The research into spending since 1979 finds that the value of the "social wage" - the income in kind received from welfare services - was only 20 per cent higher for the poorest fifth of the population than the richest fifth, when differences in age and sex are taken into account.
The limited degree of redistribution achieved by the welfare state is explained by the fact that although expenditure on housing and social services is heavily weighted towards the poor, spending on higher education benefits the most prosperous.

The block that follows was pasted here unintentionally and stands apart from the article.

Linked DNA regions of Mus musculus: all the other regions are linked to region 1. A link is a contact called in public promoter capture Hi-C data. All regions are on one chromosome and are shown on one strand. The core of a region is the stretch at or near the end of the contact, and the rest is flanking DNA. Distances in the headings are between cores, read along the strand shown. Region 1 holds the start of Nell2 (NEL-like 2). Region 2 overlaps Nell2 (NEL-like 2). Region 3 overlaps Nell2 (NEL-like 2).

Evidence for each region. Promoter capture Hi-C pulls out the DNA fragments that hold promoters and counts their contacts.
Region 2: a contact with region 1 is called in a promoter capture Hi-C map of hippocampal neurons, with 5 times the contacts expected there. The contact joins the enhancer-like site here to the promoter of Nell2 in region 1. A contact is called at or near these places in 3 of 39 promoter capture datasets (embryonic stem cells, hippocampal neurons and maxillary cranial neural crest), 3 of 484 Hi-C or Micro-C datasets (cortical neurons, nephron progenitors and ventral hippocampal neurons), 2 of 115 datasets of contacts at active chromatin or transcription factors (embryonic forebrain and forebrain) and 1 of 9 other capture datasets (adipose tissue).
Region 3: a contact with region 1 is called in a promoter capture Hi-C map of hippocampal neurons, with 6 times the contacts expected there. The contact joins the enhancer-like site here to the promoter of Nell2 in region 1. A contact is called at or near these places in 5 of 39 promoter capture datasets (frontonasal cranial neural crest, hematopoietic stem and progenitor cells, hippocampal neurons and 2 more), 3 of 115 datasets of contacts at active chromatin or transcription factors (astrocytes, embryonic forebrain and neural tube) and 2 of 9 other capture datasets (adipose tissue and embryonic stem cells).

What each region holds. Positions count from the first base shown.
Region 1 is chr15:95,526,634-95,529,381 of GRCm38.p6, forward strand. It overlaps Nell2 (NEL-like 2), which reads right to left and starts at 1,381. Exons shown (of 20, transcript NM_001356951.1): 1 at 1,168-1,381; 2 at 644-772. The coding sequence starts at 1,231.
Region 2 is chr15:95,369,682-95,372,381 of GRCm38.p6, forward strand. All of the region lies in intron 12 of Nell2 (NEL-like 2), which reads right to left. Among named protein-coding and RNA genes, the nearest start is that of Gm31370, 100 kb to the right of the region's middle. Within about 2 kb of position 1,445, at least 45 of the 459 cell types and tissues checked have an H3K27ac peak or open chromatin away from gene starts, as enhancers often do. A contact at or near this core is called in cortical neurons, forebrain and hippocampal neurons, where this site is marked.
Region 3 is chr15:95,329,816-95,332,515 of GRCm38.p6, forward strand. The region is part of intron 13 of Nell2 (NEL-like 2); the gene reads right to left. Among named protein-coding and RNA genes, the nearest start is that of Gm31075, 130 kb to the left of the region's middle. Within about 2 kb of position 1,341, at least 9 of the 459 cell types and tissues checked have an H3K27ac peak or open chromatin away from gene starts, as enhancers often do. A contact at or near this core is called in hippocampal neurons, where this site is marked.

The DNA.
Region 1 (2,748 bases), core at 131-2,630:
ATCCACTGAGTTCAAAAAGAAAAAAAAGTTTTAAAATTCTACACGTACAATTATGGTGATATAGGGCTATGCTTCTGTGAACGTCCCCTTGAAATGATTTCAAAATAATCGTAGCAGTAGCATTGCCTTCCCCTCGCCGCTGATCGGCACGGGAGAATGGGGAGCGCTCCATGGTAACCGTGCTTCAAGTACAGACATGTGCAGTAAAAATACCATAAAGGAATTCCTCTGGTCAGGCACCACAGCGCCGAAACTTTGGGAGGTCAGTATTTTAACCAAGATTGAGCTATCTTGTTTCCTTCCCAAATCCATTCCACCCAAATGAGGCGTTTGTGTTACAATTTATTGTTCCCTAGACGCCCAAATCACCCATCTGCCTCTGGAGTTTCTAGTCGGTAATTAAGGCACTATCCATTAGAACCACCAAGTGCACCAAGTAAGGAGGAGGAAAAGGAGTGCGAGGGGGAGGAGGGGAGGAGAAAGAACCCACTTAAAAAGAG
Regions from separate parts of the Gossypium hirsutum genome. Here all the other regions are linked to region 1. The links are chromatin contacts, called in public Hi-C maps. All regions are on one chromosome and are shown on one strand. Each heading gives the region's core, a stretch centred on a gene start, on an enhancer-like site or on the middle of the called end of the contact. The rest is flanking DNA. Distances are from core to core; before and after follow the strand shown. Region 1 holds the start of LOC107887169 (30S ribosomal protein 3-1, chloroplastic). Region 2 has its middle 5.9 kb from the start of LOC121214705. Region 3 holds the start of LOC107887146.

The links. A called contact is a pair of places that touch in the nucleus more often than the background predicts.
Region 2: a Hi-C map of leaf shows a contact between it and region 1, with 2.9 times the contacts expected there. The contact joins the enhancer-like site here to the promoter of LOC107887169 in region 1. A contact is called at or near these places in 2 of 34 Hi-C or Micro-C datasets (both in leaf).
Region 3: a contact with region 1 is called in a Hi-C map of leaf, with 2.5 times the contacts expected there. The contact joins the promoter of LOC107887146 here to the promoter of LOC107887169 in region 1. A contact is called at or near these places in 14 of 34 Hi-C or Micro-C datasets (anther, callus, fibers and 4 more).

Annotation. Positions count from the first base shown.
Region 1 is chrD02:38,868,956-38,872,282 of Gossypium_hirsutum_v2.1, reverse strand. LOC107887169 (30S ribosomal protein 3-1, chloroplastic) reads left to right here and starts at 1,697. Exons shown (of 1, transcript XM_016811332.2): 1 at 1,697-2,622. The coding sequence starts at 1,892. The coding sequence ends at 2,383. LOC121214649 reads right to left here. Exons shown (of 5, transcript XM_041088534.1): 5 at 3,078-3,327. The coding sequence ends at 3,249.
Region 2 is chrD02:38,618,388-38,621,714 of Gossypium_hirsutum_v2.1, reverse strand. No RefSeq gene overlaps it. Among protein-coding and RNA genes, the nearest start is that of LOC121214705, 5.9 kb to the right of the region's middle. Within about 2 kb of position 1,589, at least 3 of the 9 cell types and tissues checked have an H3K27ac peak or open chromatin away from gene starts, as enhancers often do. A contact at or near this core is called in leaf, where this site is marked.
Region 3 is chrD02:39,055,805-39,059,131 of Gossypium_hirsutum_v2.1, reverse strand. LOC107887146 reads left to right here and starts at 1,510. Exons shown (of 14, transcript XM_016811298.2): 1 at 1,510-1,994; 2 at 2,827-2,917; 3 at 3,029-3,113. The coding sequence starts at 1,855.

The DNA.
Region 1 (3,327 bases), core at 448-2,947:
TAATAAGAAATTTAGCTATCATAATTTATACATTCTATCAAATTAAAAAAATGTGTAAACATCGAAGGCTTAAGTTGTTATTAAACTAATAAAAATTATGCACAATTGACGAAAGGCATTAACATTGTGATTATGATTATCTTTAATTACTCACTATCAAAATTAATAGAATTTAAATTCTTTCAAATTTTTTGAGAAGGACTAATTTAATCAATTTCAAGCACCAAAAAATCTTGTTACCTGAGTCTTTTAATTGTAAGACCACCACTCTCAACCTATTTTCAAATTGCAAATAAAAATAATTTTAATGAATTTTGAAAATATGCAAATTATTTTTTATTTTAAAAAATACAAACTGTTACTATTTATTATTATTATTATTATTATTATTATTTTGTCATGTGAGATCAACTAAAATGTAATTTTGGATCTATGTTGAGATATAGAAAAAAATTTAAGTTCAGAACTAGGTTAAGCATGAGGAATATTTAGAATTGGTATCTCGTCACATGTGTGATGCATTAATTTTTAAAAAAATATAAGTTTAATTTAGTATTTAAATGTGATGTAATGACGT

Even allowing for the social wage, the gap between the richest and poorest households grew markedly wider between 1979 and 1993. The income of the poorest fifth, in cash and kind, grew by up to 13 per cent, compared with a 60 per cent increase for the richest households.
The Changing Distribution of the Social Wage. Summary available from the Joseph Rowntree Foundation, 01904 629241 or www.jrf.org.uk. Consumers' top 10
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